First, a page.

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Challenging hegemonic understandings in compulsory risk management and rehabilitation of intellectually disabled offenders through curriculum design

Margaret McLean and Frances Hartnett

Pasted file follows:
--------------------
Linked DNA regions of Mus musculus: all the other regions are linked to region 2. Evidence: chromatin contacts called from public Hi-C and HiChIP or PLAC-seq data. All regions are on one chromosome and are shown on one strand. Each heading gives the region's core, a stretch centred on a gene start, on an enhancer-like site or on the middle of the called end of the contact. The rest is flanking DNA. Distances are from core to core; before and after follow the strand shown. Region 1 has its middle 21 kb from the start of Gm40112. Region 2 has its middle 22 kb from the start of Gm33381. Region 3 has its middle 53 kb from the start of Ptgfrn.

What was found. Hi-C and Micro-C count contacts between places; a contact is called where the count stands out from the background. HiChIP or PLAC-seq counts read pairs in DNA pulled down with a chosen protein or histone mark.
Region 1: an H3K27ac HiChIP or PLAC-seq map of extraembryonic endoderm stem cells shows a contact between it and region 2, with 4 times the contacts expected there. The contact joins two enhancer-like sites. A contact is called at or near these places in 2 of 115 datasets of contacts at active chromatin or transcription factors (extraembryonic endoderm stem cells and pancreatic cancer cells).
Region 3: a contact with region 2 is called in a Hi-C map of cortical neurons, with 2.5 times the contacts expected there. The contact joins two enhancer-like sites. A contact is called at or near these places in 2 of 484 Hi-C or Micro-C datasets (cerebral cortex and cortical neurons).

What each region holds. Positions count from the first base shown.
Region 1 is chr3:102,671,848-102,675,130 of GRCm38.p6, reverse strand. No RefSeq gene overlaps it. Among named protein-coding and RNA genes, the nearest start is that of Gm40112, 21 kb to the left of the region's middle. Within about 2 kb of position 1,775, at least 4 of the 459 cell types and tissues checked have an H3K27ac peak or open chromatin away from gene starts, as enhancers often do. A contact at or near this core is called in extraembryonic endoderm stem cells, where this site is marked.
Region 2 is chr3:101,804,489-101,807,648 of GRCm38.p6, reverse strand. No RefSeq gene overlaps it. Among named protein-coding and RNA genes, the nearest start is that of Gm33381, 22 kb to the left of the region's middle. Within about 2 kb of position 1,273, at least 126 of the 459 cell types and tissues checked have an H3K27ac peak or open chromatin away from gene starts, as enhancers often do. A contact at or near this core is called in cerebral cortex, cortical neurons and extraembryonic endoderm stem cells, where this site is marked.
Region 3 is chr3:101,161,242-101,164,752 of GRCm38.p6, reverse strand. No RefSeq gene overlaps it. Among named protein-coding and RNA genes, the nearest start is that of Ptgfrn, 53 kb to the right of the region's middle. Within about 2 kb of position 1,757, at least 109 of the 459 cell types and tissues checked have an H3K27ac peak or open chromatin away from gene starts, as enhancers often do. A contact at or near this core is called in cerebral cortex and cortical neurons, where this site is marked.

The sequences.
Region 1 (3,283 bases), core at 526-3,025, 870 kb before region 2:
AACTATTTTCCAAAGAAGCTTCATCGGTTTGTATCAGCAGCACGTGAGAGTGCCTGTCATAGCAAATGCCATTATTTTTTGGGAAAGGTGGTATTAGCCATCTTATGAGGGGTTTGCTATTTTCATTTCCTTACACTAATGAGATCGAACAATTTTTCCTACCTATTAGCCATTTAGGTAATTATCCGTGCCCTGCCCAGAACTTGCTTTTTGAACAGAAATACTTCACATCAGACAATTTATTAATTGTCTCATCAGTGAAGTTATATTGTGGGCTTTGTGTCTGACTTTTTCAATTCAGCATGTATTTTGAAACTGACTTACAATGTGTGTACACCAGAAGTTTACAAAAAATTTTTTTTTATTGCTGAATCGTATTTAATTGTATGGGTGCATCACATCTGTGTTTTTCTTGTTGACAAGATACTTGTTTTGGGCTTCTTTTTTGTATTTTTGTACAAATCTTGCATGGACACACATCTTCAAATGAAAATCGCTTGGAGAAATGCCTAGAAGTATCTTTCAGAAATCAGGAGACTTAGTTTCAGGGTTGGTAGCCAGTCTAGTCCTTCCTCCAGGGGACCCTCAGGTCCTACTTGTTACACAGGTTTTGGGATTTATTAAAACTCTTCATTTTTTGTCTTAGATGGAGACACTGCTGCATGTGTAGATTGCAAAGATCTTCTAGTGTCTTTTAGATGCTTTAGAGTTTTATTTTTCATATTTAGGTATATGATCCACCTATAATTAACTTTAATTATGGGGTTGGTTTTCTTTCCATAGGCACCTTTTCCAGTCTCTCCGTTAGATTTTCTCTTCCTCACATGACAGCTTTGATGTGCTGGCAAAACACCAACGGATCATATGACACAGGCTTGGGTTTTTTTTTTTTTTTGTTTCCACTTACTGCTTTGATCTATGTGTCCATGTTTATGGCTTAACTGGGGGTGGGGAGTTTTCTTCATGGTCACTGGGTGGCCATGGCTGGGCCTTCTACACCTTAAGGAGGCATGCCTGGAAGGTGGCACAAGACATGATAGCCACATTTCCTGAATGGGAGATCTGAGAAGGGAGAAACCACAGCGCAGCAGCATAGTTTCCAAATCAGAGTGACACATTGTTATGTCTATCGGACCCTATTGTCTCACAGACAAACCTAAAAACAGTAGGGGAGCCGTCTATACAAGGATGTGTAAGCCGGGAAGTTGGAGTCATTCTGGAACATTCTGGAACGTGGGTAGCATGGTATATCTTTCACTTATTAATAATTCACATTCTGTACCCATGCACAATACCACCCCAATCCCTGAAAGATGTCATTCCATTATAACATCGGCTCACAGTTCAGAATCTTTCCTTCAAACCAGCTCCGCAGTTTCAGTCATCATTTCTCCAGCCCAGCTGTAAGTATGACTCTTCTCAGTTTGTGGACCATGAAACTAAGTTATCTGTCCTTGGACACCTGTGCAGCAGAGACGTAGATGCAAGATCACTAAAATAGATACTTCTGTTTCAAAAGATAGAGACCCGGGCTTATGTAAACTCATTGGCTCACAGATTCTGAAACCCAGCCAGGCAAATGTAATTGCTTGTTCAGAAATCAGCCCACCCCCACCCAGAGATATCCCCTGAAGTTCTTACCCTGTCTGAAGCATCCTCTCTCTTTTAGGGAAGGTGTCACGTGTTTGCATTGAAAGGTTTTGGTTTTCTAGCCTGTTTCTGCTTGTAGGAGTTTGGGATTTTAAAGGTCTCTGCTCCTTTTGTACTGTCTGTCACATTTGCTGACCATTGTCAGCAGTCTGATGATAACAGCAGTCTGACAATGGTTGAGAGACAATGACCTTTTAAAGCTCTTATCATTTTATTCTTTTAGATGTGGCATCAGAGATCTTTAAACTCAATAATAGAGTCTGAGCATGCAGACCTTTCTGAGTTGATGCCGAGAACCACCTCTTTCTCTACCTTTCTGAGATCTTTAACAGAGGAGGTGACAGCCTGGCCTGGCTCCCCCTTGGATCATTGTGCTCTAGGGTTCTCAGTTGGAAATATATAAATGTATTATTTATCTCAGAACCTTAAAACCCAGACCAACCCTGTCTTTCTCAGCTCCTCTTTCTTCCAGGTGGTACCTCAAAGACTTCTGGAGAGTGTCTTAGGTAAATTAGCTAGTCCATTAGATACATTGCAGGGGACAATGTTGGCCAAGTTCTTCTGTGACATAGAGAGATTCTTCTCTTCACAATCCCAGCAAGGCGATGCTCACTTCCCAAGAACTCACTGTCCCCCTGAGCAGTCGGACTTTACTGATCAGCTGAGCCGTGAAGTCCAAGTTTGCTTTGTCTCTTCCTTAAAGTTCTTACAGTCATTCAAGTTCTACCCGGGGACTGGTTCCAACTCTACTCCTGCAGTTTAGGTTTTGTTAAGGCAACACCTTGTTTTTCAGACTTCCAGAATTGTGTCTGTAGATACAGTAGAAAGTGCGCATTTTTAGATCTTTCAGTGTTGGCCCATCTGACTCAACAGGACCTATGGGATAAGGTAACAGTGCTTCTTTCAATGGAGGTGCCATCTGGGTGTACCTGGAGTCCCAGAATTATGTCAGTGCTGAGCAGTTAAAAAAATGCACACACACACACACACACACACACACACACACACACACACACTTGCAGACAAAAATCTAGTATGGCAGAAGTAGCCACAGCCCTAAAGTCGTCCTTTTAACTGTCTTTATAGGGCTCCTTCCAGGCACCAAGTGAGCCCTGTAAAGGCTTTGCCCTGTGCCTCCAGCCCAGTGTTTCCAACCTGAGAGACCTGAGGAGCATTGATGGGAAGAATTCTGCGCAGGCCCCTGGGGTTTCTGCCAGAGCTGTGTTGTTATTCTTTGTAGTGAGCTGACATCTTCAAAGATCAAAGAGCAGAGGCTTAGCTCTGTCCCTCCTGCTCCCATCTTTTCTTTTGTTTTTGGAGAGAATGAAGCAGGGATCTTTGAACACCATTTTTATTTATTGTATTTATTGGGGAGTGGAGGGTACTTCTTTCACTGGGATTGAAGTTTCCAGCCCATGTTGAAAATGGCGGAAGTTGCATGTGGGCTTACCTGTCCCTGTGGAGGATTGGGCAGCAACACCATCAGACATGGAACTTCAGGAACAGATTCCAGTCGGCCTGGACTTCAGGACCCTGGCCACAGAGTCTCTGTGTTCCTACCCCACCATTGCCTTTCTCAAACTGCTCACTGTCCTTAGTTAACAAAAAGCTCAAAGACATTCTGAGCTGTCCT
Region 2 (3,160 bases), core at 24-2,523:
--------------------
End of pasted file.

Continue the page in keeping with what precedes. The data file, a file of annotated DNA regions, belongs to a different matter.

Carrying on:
This article examines the possibilities for challenging hegemonic understandings associated with the rehabilitation of intellectually disabled offenders detained for compulsory care and management, through the design of a tertiary diploma programme. The curriculum was developed to prepare care co-ordinators and care managers appointed to administer a piece of New Zealand legislation, the Intellectual Disability (Compulsory Care and Rehabilitation) Act 2003. The potential of curriculum to be counterhegemonic is examined in relation to curriculum theory, and the dilemmas and paradoxes inherent in the legislation. Student feedback indicated that a small number of practitioners who participated in the diploma programme were encouraged to challenge restrictive practices and attitudes.

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